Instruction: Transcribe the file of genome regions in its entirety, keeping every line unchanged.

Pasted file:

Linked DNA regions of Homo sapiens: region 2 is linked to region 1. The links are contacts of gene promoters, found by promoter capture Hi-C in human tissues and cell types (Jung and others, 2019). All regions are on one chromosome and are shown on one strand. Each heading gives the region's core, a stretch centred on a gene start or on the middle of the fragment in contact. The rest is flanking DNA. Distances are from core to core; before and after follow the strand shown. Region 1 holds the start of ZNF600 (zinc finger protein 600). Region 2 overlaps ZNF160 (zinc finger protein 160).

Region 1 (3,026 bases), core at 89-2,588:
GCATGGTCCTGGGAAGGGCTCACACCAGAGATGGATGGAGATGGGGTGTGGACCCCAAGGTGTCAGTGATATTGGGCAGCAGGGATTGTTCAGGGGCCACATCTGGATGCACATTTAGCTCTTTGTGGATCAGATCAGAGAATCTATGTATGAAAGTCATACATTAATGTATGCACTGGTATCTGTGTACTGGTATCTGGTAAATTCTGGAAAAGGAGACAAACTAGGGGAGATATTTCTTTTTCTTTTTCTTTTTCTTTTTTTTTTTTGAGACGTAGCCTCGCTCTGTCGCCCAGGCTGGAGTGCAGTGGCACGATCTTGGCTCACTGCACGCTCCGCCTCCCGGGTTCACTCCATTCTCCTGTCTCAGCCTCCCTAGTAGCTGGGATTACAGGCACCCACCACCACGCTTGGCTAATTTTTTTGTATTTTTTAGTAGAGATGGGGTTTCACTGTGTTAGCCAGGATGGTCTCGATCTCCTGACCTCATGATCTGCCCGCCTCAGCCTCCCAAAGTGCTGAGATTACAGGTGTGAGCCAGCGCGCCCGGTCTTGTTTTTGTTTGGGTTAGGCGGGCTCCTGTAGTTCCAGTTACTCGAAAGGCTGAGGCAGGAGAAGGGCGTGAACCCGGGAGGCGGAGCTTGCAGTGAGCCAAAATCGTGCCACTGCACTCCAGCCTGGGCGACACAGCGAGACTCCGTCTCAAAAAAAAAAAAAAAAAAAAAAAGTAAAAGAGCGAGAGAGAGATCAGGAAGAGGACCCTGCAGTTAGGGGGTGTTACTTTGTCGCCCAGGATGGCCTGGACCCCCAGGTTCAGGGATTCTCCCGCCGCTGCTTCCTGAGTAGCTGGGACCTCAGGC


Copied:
Linked DNA regions of Homo sapiens: region 2 is linked to region 1. The links are contacts of gene promoters, found by promoter capture Hi-C in human tissues and cell types (Jung and others, 2019). All regions are on one chromosome and are shown on one strand. Each heading gives the region's core, a stretch centred on a gene start or on the middle of the fragment in contact. The rest is flanking DNA. Distances are from core to core; before and after follow the strand shown. Region 1 holds the start of ZNF600 (zinc finger protein 600). Region 2 overlaps ZNF160 (zinc finger protein 160).

Region 1 (3,026 bases), core at 89-2,588:
GCATGGTCCTGGGAAGGGCTCACACCAGAGATGGATGGAGATGGGGTGTGGACCCCAAGGTGTCAGTGATATTGGGCAGCAGGGATTGTTCAGGGGCCACATCTGGATGCACATTTAGCTCTTTGTGGATCAGATCAGAGAATCTATGTATGAAAGTCATACATTAATGTATGCACTGGTATCTGTGTACTGGTATCTGGTAAATTCTGGAAAAGGAGACAAACTAGGGGAGATATTTCTTTTTCTTTTTCTTTTTCTTTTTTTTTTTTGAGACGTAGCCTCGCTCTGTCGCCCAGGCTGGAGTGCAGTGGCACGATCTTGGCTCACTGCACGCTCCGCCTCCCGGGTTCACTCCATTCTCCTGTCTCAGCCTCCCTAGTAGCTGGGATTACAGGCACCCACCACCACGCTTGGCTAATTTTTTTGTATTTTTTAGTAGAGATGGGGTTTCACTGTGTTAGCCAGGATGGTCTCGATCTCCTGACCTCATGATCTGCCCGCCTCAGCCTCCCAAAGTGCTGAGATTACAGGTGTGAGCCAGCGCGCCCGGTCTTGTTTTTGTTTGGGTTAGGCGGGCTCCTGTAGTTCCAGTTACTCGAAAGGCTGAGGCAGGAGAAGGGCGTGAACCCGGGAGGCGGAGCTTGCAGTGAGCCAAAATCGTGCCACTGCACTCCAGCCTGGGCGACACAGCGAGACTCCGTCTCAAAAAAAAAAAAAAAAAAAAAAAGTAAAAGAGCGAGAGAGAGATCAGGAAGAGGACCCTGCAGTTAGGGGGTGTTACTTTGTCGCCCAGGATGGCCTGGACCCCCAGGTTCAGGGATTCTCCCGCCGCTGCTTCCTGAGTAGCTGGGACCTCAGGC